An Interpretation of dreams; that’s what L.A. is all about, it’s a frame through which one can understand the city, “it’s a frame of mind”. Enough about the city though, another dream in desperate need of interpretation is Banham’s. It is extremely hard to read Banham’s mind, the only thing clear about it is that his intention to write a manual of the city is probably an explicit lie. His mind’s eye emanates from a fusion of history with present, reality with fantasy, integrity mingled with humor and irony opposed to ideology. In other words he slips away like a lizard or like a chameleon reliant to the environment. As his biographer Nigel Whiteley would say he transformes from working-class intellectual to pop professor and then to a cowboy. Reading L.A. is an attempt for him to show how he fits in, better than anyone before and around him; his narrative is well staged and it involves himself as much it involves the city. Looks like it is not certain if Banham declares his love for L.A. or the other way round. He happens to be talented in many ways, he is an historian, critic, professor, pop art lover, screenwriter, director, actor, hippie, and junkie among all the other things. What needs to be brought to everyone’s attention though is that Banham is a fake. He is not a chameleon nonetheless but a man with many costumes or disguises, which becomes more evident during his cowboy phase. “He looked liked he had just stepped out of a western, like a cowboy straight out of central casting”, says Tim Street-Porter, “he was kind of overdoing the whole look – Stetson, cowboy shirt, turquoise-studded belt, jeans, shoestring tie, the whole effect contrasting bizarrely with his East Anglian accent. It was his signature uniform and made him look startling and really quite impressive.” What Banham is going through in the 70’s can not be only accredited to a gradual Wild Westrnization, it seems more likely that he is dealing with or faking even a Post-middle age crisis.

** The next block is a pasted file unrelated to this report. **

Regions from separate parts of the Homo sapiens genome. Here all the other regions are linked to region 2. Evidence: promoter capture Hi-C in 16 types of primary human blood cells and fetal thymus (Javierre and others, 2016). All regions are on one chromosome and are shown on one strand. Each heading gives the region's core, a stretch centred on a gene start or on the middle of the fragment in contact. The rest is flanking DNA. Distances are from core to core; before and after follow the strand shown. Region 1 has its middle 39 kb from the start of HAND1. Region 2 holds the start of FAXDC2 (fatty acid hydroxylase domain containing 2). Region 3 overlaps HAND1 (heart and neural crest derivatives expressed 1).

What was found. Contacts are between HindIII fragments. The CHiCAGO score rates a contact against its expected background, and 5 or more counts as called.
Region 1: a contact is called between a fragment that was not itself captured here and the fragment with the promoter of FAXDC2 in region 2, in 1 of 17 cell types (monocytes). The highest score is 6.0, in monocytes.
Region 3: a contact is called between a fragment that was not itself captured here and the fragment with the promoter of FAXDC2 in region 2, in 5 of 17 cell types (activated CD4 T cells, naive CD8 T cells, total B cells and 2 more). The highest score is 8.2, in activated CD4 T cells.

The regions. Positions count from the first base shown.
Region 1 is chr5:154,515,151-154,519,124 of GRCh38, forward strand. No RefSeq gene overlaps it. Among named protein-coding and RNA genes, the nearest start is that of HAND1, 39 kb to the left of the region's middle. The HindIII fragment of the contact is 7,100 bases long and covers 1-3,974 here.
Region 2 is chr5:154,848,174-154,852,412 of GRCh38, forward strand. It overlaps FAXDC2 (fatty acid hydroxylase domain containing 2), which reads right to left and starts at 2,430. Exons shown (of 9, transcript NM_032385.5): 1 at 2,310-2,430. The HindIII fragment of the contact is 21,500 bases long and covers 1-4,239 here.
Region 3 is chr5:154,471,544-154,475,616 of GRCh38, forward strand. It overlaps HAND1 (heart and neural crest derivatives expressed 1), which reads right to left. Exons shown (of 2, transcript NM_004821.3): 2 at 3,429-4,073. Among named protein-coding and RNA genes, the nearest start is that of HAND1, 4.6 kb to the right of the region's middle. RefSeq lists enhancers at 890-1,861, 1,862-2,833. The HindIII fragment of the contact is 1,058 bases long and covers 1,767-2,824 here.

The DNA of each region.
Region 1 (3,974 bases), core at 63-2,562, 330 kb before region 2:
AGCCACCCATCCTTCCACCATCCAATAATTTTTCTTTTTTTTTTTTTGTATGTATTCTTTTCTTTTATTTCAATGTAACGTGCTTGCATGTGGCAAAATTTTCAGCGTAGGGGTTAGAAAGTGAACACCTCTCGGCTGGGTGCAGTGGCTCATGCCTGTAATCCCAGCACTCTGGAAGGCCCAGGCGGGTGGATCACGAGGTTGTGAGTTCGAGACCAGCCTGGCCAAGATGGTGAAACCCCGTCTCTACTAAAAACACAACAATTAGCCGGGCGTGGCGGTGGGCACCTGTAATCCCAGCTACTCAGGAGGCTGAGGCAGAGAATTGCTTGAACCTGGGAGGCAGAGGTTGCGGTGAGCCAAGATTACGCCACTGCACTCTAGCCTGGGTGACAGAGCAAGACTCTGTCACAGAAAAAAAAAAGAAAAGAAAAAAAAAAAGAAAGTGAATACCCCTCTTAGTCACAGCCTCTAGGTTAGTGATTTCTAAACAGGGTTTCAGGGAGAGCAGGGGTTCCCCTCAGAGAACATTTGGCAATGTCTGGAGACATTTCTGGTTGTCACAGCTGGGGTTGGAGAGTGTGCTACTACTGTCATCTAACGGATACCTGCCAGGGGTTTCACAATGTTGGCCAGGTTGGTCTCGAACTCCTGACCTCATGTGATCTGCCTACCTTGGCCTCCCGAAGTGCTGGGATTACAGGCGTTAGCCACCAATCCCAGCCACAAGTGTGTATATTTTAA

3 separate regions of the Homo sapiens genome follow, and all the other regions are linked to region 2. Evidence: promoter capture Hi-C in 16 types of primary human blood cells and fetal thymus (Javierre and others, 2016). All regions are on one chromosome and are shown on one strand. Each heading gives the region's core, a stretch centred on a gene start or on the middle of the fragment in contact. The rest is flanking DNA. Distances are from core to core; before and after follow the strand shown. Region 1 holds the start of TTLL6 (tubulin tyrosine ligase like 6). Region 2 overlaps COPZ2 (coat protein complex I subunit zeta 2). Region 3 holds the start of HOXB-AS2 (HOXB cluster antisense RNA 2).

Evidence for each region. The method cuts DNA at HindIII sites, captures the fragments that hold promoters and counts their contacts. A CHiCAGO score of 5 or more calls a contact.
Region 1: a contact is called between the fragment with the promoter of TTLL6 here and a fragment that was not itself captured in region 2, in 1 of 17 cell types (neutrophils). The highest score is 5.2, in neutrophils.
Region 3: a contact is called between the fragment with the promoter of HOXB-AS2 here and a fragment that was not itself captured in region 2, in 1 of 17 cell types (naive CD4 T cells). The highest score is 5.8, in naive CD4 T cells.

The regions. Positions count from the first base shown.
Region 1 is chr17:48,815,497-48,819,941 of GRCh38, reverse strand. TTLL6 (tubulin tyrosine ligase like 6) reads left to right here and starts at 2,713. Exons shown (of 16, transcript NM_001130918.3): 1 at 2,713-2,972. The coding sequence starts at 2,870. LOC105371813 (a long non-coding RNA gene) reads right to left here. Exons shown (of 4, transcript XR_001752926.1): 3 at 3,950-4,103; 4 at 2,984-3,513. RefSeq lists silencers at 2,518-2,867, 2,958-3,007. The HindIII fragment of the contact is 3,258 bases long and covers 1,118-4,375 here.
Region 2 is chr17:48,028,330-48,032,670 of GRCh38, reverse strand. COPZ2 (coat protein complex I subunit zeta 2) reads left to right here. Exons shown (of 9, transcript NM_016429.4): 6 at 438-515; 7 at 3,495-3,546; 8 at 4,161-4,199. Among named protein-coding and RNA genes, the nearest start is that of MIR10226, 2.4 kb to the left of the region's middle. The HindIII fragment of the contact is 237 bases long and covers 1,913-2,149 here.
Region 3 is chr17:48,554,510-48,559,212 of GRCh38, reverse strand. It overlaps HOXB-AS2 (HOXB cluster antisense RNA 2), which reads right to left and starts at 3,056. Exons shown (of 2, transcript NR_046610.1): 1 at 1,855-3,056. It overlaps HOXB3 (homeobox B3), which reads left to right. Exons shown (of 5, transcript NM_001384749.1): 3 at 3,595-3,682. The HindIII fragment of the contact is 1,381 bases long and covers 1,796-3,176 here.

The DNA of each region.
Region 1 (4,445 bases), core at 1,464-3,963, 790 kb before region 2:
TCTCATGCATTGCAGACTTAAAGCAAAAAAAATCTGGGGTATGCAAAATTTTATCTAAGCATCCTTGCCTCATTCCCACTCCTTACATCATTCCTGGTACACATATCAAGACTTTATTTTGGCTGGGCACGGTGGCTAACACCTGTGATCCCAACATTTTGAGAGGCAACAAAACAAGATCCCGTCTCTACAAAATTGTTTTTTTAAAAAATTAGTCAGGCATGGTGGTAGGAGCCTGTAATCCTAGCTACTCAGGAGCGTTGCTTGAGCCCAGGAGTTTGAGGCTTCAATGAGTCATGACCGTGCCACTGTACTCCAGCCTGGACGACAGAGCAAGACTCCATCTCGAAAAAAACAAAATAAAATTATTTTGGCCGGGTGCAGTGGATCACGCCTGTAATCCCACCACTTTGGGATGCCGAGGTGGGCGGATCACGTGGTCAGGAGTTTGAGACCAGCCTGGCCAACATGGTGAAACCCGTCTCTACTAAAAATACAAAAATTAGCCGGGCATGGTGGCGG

(Image from Reyner Banham Loves LA – 1972)